Senate confirms No. 2 spot at HHS, days after Price resigns

Senate confirms No. 2 spot at HHS, days after Price resigns
© Greg Nash

The Senate confirmed Eric Hargan to fill the No. 2 position in the Department of Health and Human Services (HHS) just days after Tom PriceThomas (Tom) Edmunds PriceOvernight Health Care: Funding bill could provide help for children's health program | Questions for CVS-Aetna deal | Collins doubles funding ask for ObamaCare bill Warren questions Conway's role in curbing opioid epidemic Trump promised ‘best people’ would run government — they upended it MORE resigned as HHS secretary.

The 57-to-38 vote on Wednesday was largely along party lines. Seven Democrats and Sen. Angus KingAngus Stanley KingTrump rips Dems a day ahead of key White House meeting Trump pushing Maine gov to run for Senate: report Schumer: Franken should resign MORE (I-Maine) supported the nomination.

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Hargan will now join HHS as President Trump needs to nominate a new secretary, which is sure to lead to a confirmation fight in the Senate. Price left the post last week after Politico reported that his use of private jets for government travel cost taxpayers more than $1 million. 

Hargan, previously a Chicago-based lawyer, served at HHS in the Bush administration. He held various roles within the department, such as deputy general counsel, principal associate deputy secretary and acting deputy secretary. He was part of President Trump’s HHS transition team.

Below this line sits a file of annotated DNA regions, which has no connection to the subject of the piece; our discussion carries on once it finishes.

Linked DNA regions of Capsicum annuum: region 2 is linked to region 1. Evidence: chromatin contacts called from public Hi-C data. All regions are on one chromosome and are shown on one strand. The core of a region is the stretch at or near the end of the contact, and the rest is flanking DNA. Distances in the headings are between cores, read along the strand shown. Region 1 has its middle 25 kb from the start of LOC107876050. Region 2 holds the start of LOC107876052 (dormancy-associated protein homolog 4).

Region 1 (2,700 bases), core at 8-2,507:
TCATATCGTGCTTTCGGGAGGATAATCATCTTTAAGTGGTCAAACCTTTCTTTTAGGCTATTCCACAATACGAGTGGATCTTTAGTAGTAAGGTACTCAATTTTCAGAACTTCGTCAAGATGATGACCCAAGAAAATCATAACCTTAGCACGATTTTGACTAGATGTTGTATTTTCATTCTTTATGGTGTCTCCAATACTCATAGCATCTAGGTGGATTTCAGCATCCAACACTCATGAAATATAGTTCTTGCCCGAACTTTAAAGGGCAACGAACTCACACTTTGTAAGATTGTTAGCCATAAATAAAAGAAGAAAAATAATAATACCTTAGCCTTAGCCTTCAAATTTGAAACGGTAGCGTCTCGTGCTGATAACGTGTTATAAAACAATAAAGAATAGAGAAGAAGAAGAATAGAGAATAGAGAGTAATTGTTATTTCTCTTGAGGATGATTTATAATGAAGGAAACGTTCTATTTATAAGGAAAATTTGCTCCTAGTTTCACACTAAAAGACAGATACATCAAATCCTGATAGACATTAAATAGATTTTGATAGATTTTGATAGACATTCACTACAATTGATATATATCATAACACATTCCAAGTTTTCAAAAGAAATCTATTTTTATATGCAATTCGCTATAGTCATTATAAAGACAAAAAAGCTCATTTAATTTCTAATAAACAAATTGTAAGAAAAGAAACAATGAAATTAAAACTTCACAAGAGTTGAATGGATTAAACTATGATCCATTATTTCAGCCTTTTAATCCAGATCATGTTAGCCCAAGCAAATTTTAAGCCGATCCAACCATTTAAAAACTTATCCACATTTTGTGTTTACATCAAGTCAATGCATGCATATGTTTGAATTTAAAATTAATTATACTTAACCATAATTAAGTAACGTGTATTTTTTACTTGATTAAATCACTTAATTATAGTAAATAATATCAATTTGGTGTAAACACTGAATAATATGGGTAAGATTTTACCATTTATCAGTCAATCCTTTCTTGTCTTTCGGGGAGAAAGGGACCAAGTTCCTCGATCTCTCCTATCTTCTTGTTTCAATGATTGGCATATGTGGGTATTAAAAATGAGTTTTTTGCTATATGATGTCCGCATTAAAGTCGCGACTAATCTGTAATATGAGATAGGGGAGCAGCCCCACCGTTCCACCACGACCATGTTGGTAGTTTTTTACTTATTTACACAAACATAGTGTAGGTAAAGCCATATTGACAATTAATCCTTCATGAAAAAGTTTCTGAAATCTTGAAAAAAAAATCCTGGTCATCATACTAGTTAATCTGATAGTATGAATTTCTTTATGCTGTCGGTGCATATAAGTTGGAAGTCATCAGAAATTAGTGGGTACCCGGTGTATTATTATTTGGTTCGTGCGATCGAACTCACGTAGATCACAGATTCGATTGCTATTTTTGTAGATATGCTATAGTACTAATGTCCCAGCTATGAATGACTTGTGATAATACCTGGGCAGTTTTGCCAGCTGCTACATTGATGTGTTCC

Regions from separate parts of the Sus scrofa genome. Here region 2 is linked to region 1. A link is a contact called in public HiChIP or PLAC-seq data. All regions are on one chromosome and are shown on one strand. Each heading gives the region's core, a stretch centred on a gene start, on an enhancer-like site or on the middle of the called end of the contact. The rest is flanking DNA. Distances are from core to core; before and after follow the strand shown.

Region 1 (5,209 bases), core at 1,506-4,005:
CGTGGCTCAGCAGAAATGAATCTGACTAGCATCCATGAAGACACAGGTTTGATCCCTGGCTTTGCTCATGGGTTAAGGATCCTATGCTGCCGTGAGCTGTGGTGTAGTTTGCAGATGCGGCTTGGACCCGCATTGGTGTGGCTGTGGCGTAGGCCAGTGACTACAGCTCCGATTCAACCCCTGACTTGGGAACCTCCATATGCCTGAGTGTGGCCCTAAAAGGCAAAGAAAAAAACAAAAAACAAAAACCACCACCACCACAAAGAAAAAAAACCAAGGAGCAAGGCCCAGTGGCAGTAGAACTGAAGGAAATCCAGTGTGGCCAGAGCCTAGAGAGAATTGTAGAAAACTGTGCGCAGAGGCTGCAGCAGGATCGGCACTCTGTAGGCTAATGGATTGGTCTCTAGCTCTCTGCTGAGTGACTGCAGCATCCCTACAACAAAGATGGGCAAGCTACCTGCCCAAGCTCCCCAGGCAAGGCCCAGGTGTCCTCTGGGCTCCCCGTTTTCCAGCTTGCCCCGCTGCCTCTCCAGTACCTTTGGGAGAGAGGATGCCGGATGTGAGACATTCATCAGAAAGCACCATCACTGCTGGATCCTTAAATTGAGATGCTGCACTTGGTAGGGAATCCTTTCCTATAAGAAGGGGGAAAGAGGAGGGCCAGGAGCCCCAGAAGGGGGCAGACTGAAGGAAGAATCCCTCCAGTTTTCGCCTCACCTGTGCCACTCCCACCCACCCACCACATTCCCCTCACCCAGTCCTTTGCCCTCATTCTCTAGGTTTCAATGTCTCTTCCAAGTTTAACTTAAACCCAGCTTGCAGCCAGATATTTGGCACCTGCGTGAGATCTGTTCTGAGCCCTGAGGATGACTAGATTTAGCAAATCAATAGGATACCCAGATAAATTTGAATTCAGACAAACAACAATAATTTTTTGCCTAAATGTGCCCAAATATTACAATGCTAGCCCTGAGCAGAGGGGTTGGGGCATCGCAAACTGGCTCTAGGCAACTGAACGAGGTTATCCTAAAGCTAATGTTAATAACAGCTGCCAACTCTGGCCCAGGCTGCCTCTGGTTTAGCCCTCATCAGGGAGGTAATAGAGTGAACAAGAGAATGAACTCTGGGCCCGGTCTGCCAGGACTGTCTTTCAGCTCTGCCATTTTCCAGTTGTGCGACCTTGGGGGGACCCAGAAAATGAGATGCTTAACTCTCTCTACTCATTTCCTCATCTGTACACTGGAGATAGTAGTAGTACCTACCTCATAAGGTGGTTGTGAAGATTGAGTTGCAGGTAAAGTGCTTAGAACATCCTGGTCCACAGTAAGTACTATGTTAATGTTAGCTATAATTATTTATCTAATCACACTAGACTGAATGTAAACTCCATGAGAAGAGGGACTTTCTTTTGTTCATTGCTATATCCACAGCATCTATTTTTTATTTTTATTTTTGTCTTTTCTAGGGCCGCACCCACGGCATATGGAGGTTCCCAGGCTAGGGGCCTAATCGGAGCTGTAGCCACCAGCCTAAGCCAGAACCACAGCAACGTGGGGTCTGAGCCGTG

During his confirmation hearing before the Senate Finance Committee, Hargan didn’t specify if he would keep parts of ObamaCare, according to a Chicago Tribune article.

“That’s a subject of a lot of dispute here on Capitol Hill,” he reportedly said.

On the Senate floor Wednesday, the panel’s ranking member — Sen. Ron WydenRonald (Ron) Lee WydenDemocratic senator predicts Franken will resign Thursday Avalanche of Democratic senators say Franken should resign Lobbying world MORE (D-Ore.) — urged his colleagues to vote against the nomination. Wyden detailed various actions from the administration, such as cutting ObamaCare’s open enrollment period by half, that he views as sabotaging President Obama’s signature health law.

“I have no reason to believe Mr. Hargan will deviate from Tom Price’s ideological agenda that includes constant sabotage of the Affordable Care Act,” Wyden said. “This campaign of sabotage is driving up premiums and confusing Americans who just want to be able to see a doctor and get affordable treatment.”